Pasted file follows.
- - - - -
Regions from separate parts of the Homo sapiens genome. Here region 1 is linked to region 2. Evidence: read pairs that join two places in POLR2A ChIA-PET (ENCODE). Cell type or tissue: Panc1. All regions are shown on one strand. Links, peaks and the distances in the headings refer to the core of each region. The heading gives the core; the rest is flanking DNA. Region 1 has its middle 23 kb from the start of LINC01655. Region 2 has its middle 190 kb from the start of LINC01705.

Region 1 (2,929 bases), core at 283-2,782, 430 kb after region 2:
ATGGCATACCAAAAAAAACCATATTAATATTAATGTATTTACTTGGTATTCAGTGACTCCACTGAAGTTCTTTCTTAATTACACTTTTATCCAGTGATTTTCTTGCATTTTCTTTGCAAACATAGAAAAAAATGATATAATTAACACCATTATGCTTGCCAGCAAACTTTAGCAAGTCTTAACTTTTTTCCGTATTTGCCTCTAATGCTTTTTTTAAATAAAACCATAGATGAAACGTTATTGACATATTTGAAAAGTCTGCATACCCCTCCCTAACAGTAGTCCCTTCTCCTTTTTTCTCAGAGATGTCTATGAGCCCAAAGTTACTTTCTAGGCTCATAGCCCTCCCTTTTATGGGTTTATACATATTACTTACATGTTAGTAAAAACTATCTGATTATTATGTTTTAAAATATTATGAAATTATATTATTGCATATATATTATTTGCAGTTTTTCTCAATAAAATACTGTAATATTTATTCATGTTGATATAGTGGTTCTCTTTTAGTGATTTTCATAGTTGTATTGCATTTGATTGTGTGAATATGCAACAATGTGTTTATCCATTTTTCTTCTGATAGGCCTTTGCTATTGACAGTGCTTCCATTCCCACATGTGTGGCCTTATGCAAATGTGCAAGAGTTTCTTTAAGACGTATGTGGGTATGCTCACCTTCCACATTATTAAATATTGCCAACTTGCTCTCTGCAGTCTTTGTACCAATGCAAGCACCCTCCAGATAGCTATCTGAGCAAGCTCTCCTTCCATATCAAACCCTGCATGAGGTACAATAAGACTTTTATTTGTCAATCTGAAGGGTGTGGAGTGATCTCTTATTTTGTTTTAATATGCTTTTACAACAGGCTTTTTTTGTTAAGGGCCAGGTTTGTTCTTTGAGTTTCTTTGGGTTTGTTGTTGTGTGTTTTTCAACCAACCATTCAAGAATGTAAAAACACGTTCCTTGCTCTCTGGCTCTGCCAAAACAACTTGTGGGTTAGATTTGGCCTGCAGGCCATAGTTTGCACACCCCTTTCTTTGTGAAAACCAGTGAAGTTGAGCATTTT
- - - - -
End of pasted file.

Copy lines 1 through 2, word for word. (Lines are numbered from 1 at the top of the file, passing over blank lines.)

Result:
Regions from separate parts of the Homo sapiens genome. Here region 1 is linked to region 2. Evidence: read pairs that join two places in POLR2A ChIA-PET (ENCODE). Cell type or tissue: Panc1. All regions are shown on one strand. Links, peaks and the distances in the headings refer to the core of each region. The heading gives the core; the rest is flanking DNA. Region 1 has its middle 23 kb from the start of LINC01655. Region 2 has its middle 190 kb from the start of LINC01705.

Region 1 (2,929 bases), core at 283-2,782, 430 kb after region 2: